Sri Aurobindo, The Human Cycle: The Psychology of Social Development, Chapter 11,  The Reason as Governor of Life, pp. 110-111

The Nature of the Reasoning Intellect and the Attempt to Govern the Life-Energy of the Creation

The logical intellect, the power of reason, has a characteristic action that is linear and segmented.  It moves from step to step and does best with analytical functions where it reviews, categorizes and then tries to create a rules-based system for managing the variations it has understood.  The intellect divides and compartmentalizes and tends also to look at things as “either / or” in a “black and white” fashion.  The intellect has a much harder time comprehending and acting upon subtle complexities and interactions which do not fit into its logical schematic.

The life-energy, on the other hand tends to have a wild abandon that does not follow the rigid ideas or compartmentalized process that the intellect can handle.  There is a constant interplay of forces which brings about ever-new forms through that interaction.  Chaos theory in modern science has shown how even simple, fixed organized principles will create complex systems based on the interaction of different forces and their influences upon one another.

It is thus impossible for the logical intellect to gain total mastery or control over the developments of the life energy.  To a certain degree, some amount of organization and control is possible, but eventually, the life-energy spills out of the canals that the reason has created for it, and new complexities arise in the holistic, global environment within which life develops.

Sri Aurobindo notes:  “The whole difficulty of the reason in trying to govern our existence is that because of its own inherent limitations it is unable to deal with life in its complexity or in its integral movements; it is compelled to break it up into parts, to make more or less artificial classifications, to build systems with limited data which are contradicted, upset or have to be continually modified by other data, to work out a selection of regulated potentialities which is broken down by the bursting of a new wave of yet unregulated potentialities.  It would almost appear even that there are two worlds, the world of ideas proper to the intellect and the world of life which escapes from the full control of the reason, and that to bridge adequately the gulf between these two domains is beyond the power and province of the reason and the intelligent will.  It would seem that these can only create either a series of more or less empirical compromises or else a series of arbitrary and practically inapplicable or only partially applicable systems.  The reason of man struggling with life becomes either an empiric or a doctrinaire.”

Sri Aurobindo, The Human Cycle: The Psychology of Social Development, Chapter 11,  The Reason as Governor of Life, pg. 110

The Potential and Progress of the Reason, and Its Ultimate Limitations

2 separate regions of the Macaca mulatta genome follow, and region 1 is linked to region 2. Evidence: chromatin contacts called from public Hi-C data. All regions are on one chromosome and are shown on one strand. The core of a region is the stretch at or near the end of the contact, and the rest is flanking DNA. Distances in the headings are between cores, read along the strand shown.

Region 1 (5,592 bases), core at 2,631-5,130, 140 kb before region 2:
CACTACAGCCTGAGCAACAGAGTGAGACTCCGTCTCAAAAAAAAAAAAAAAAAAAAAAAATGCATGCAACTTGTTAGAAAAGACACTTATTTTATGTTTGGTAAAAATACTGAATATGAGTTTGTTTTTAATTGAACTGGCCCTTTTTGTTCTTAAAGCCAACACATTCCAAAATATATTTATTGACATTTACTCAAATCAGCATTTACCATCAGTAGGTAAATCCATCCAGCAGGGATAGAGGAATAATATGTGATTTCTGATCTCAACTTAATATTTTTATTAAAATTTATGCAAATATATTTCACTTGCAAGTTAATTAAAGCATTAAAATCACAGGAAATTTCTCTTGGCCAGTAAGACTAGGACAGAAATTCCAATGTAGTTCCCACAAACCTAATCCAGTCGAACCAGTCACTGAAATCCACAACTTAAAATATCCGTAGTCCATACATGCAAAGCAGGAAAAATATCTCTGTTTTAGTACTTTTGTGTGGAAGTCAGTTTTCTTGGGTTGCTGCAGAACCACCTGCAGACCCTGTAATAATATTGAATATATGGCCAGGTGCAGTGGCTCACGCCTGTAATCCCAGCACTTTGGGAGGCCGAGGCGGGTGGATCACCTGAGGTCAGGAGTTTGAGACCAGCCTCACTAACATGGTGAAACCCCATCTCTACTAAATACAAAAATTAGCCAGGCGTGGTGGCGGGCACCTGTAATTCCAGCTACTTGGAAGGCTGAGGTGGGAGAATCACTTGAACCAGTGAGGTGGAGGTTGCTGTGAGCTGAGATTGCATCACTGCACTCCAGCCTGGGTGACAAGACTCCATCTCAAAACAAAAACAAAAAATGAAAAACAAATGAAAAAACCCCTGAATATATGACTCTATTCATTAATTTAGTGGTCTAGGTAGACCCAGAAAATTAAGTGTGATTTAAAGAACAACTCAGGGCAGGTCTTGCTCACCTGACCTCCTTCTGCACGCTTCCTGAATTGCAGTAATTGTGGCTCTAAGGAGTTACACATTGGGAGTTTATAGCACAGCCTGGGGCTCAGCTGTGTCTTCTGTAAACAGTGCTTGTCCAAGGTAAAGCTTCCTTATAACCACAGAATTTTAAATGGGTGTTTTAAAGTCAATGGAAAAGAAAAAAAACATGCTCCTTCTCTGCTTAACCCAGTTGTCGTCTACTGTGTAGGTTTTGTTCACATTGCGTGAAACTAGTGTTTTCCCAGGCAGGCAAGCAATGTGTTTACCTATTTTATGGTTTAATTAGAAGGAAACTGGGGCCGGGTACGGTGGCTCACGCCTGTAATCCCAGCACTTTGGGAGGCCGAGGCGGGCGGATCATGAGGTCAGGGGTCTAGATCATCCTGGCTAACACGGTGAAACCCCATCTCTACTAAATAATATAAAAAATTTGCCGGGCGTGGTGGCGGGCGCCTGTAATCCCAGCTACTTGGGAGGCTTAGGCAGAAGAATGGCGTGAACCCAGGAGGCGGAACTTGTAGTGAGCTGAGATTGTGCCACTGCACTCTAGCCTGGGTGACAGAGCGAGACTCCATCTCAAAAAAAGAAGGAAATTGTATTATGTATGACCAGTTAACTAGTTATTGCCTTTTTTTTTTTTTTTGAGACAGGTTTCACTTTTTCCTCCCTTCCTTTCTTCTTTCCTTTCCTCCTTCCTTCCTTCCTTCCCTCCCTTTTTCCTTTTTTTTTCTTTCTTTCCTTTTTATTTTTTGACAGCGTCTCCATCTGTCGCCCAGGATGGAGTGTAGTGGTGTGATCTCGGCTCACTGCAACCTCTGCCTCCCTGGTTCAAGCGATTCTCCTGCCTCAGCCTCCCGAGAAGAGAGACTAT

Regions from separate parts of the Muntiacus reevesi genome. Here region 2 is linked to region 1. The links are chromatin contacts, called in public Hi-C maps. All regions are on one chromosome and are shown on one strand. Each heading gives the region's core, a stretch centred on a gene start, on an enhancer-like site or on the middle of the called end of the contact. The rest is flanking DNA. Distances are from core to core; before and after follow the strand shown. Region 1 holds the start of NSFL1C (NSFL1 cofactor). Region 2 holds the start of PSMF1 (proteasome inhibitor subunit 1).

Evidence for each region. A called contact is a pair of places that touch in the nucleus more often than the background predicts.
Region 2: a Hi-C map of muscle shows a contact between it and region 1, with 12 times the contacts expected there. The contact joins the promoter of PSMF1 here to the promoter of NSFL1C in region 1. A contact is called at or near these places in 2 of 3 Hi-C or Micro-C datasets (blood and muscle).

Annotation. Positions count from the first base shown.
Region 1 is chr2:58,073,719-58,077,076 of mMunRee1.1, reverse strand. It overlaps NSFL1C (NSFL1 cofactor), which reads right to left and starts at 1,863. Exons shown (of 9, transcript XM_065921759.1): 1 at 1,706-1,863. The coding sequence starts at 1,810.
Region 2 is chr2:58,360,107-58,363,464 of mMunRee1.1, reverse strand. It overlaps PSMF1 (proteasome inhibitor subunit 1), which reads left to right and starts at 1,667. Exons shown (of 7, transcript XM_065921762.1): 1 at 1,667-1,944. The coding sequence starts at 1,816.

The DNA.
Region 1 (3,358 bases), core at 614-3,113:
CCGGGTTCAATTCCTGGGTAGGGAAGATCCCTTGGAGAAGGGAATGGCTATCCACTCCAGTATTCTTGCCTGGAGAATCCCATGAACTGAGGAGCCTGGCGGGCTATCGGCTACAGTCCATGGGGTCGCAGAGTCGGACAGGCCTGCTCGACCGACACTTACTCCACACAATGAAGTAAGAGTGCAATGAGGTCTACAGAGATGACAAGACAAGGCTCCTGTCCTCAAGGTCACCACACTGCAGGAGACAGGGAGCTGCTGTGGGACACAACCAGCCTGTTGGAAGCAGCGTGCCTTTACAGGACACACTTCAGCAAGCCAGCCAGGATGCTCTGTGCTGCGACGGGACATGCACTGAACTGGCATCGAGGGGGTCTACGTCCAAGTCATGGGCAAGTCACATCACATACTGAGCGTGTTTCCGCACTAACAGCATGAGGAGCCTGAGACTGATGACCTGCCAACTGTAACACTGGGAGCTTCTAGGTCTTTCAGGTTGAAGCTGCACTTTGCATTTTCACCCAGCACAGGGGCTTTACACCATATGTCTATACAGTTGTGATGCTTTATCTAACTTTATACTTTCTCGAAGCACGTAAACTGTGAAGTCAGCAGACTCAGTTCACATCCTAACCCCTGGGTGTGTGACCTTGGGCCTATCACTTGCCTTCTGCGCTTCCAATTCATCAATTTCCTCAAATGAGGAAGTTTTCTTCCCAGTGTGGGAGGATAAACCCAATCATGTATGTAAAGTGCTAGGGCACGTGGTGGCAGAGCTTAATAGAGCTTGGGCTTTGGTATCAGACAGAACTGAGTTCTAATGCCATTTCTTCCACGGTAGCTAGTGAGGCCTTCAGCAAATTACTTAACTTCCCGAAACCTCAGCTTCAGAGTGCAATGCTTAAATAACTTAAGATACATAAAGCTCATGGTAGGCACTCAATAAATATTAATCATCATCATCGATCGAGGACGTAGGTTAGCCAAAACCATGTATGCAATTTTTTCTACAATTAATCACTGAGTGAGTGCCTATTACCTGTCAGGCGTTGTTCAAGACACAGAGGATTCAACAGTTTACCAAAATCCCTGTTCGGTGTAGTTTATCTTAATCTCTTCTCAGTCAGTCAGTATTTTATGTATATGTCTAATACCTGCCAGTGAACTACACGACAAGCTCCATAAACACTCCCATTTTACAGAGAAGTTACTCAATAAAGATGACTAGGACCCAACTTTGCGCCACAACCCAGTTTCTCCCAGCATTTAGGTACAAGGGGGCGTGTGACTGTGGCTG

It is not sufficient to judge the failures of Reason to gain control over the life of society and organize it along lines that are consistent, harmonious and progressive to achieve the goals of human evolution.  Whenever a power must be applied across vast numbers of people in a complex societal structure, it suffers dilution of its potential as it must adjust to and compromise with the general level of human development.  When we turn our attention to the individual development of the power of reason, we can see a much more effective and efficient power that has scope far beyond what we see in general in the society.  The heights of human progress, whether in science, philosophy, ethics, aesthetic arts, have been explored and raised by the power of reason.  This brings us to the question as to whether this power can actually ferret out the deeper truths of existence and meaning for which humanity continues to seek.

Sri Aurobindo observes:  “In the modern era under the impulsion of Science this effort assumed enormous proportions and claimed for a time to examine successfully and lay down finally the true principle and the sufficient rule of process not only for all the activities of Nature, but for all the activities of man.  It has done great things, but it has not been in the end a success.  The human mind is beginning to perceive that it has left the heart of almost every problem untouched and illumined only outsides and a certain range of processes.  There has been a great and ordered classification and mechanisation, a great discovery and practical result of increasing knowledge, but only on the physical surface of things.  Vast abysses of Truth lie below in which are concealed the real springs, the mysterious powers and secretly decisive influences of existence.  It is a question whether the intellectual reason will ever be able to give us an adequate account of these deeper and greater things or subject them to the intelligent will as it has succeeded in explaining and canalising, though still imperfectly, yet with much show of triumphant result, the forces of physical Nature.  But these other powers are much larger, subtler, deeper down, more hidden, elusive and variable than those of physical Nature.”